The next Dorset Road Race League fixture was The Gilly Hilly Race, which was staged by the Gillingham Trotters Running Club. The 7.5 mile route was on undulating but very scenic country roads around the Gillingham area of Dorset.

The race has managed to maintain it’s traditional, old school Dorset feel and, as it turned out, featured a little something for everyone. That’s if you like running up hills, getting confronted by horses, colliding with hay trucks or fighting through brambles! The Gilly Hilly Race of 2017 had all that and more.

In spite of the various ‘race incidents’ that took place involving Bournemouth AC members, it was actually a very successful day from a  BAC perspective. Toby Chapman claimed the race win, getting to the line in a phenomenal time of 43 minutes 52. This gave him an 24 second margin of victory over Joseph Donworth of Frome RC, with Duncan Ward of Dorset Doddlers coming in 2 seconds later to take 3rd.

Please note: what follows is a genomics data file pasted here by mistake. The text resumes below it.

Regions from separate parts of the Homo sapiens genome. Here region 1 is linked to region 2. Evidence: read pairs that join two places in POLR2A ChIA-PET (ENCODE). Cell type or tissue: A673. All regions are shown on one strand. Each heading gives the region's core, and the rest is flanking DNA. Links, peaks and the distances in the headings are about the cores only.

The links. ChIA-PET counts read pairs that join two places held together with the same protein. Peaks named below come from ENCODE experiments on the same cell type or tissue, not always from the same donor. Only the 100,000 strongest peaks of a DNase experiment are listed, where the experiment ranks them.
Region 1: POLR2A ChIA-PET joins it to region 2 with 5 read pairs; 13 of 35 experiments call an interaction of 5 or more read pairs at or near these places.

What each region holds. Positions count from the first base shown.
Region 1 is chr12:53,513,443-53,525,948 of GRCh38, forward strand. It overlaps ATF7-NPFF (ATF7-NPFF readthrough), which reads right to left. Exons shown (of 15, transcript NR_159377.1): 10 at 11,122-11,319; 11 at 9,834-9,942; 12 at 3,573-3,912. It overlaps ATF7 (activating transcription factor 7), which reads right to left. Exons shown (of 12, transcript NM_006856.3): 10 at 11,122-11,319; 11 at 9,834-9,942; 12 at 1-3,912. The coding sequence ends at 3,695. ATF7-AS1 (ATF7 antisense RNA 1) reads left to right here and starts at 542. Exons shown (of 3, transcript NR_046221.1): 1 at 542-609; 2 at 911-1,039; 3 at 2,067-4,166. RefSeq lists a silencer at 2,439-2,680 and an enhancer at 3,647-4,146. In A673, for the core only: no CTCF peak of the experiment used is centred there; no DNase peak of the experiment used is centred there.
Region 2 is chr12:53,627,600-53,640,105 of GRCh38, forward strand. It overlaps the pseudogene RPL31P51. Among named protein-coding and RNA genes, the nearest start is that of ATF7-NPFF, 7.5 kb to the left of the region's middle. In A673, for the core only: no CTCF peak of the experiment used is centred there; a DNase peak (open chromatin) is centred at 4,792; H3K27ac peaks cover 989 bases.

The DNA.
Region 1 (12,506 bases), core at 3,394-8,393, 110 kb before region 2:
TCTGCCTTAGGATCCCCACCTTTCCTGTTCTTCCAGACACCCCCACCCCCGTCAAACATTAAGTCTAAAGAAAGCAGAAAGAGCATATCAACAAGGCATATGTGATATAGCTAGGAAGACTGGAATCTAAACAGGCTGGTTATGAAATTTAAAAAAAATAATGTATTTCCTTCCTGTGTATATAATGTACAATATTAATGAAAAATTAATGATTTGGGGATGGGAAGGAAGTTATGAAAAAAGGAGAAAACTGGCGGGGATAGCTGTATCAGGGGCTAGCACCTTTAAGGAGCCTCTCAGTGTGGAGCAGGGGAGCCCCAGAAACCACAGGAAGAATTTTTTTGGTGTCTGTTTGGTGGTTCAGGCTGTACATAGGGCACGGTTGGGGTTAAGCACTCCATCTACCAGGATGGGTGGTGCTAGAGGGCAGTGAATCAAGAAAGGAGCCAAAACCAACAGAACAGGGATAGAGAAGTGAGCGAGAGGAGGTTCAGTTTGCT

Toby Chapman collects his prize from the Mayor of Gillingham for winning The Gilly Hill Race of 2017 in an incredible time of 43:52

Bournemouth AC also collected the men’s team winners prize as well, which was decided by the cumulitive time of the top 3 runners. Toby, Jon Sharkey and Jez Bragg  claimed that honour.

Jon Sharkey took 6th place on the day with a time of 44:34 with Jez securing 9th in a time of 45:22. They could easily have been denied their moment of glory if hadn’t been for the eagle-eyed Sharkey, who spotted that they had made a mistake in the results and had in fact omitted him from the original printed list.

The race organiser Ines Braun was quick to act and manage to rectify the error and sure enough, Sharkey was back on the list and the BAC trio were awarded the prizes they rightfully deserved.

Toby Chapman (left) and Jon Sharkey (right) won the men’s team competition along with Jez Bragg who had to head off before the prizes were given out

It was also 1st place for the men’s team in the Dorset Road Race League competition as well, with Toby, Sharkey, Jez, Graeme Miller and Tom Paskins finishing as the 5 scorers.